You may be reading more into this that it might deserve. "Their synagogue" is simple the synagogue for the local Jews in the area. But then maybe not.
Apart from not being a Samaritan synagogue, I believe that it may be possible that Our Lord was referring to the Great Synagogue of Jerusalem that had ”the important rôle of forming the Canon of the Old Testament.”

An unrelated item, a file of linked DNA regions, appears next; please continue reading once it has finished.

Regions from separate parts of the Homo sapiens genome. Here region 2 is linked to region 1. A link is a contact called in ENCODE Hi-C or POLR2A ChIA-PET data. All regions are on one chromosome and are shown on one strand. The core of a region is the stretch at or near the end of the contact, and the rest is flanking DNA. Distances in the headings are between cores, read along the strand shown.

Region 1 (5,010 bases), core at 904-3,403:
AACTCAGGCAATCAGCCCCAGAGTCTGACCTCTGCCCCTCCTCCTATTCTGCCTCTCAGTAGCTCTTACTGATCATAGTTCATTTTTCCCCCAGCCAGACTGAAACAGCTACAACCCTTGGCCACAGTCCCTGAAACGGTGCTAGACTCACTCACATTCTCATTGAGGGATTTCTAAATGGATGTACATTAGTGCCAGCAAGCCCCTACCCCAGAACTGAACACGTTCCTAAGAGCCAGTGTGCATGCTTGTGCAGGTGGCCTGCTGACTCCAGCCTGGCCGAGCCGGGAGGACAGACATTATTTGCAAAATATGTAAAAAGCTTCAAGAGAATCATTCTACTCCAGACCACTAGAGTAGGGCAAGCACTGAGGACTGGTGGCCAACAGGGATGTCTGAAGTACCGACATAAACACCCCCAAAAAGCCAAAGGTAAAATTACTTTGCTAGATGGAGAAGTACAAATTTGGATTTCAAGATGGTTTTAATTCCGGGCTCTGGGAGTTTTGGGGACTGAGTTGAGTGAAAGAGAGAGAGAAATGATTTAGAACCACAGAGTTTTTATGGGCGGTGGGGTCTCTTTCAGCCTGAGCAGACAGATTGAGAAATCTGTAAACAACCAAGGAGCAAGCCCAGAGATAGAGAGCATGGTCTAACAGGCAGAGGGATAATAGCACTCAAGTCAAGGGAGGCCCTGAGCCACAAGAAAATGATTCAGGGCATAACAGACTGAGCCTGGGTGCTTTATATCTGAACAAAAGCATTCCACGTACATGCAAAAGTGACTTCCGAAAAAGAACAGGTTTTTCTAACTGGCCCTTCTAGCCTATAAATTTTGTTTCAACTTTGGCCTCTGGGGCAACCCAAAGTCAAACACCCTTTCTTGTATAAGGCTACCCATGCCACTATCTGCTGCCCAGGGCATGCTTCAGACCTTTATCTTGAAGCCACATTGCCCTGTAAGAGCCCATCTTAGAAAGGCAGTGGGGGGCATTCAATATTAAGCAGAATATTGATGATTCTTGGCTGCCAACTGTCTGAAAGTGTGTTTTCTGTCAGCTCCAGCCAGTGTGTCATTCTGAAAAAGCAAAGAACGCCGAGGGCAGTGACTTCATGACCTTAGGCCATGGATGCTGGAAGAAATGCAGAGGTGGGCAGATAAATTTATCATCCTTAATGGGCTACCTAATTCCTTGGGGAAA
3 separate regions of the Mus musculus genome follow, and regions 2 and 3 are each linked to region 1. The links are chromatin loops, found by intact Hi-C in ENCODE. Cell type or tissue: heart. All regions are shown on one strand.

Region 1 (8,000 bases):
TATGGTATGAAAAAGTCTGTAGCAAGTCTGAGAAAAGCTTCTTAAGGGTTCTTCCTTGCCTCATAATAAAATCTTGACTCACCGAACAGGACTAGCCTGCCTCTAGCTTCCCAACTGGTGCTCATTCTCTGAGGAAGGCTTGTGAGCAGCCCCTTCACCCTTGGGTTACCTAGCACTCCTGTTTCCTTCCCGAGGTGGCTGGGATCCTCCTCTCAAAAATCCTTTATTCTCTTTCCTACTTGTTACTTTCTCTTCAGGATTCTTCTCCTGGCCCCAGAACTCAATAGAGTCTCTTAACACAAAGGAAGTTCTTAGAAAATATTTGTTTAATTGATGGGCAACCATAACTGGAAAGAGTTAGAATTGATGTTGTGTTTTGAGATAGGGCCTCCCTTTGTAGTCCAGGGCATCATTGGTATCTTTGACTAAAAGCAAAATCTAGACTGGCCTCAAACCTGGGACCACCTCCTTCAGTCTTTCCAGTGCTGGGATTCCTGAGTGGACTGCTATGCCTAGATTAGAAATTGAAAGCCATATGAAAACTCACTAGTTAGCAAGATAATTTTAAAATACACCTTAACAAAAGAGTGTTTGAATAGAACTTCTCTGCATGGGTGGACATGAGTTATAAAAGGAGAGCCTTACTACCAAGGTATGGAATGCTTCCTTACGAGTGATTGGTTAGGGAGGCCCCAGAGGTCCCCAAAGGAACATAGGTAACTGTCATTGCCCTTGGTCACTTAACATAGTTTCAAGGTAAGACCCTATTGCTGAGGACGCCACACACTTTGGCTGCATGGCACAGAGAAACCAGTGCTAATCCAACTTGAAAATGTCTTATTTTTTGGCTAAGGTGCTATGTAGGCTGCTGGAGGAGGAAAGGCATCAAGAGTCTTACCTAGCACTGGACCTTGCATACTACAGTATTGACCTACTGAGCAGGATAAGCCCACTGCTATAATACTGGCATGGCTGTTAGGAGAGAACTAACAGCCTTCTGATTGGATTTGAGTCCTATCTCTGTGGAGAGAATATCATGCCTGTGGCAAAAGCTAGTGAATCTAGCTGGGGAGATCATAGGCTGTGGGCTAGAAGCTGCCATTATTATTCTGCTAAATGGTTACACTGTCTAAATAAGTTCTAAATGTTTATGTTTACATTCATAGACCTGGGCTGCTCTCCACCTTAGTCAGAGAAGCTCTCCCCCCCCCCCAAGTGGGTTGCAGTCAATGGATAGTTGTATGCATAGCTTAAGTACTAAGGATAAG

From the outset of Christianity the synagogue was in full power of its various functions; the New Testament speaks thereof fifty-five times. The word is used to denote the body politic of the Jews twelve times: twice in Matthew (x, 17; xxiii, 34); once in Mark (13:9); three times in Luke's Gospel (viii, 41; xii, 11; xxi, 12), and four times in his Acts (vi, 9; ix, 2; xxii, 19; xxvi, 11); and twice in the Johannine writings (Revelation 2:9; 3:9). The more restricted meaning of meeting-house occurs forty-three times in the New Testament — seven in Matthew (iv, 23; vi, 2, 5; ix, 35; xii, 9; xiii, 54; xxiii, 6); seven times in Mark (1:21, 23, 29, 39; 3:1; 6:2; 12:39); twelve times in Luke's Gospel (iv, 15, 16, 20, 28, 33, 38, 44; vi, 6; vii, 5; xi, 43; xiii, 10; xx, 46), and fourteen times in his Acts (ix, 20; xiii, 5, 14, 42; xiv, 1; xv, 21; xvii, 1, 10, 17; xviii, 4, 7, 19, 26; xix, 8); twice in John (vi, 59; xviii, 20); once in James (ii, 2). Our Lord taught in the synagogues of Nazareth (Matthew 13:54; Mark 6:2; Luke 4:16), and Capharnaum (Mark 1:21; Luke 7:5; John 6:59). Saint Paul preached in the synagogues of Damascus (Acts 9:20), Salamina in Cyprus (Acts 13:5), Antioch in Pisidia (Acts 13:14), Iconium (xiv, 1), Philippi (xvi, 13), Thessalonica (xvii, 1), Boræa (xvii, 10), Athens (xvii, 17), Corinth (xviii, 4, 7), and Ephesus (xviii, 19). It is worthy of note that despite his frequent use of the Jewish meeting-house, St. Paul in his stern antagonism never once deigns to make mention of the synagogue. He designates Judaism by the term "circumcision", and not, as do the Evangelists, by the word "synagogue". And even in speaking of the Jews as "the circumcision", St. Paul avoids the received word peritomé, "a cutting around", a word employed by the Alexandrian Philo for Judaism and reserved by the Apostle for Christianity. The sworn foe of the "false circumcision" takes a current word katatomé, "a cutting down", and with the vigorous die of his fancy, stamps thereon an entirely new and exclusively Pauline meaning — the false circumcision of Judaism.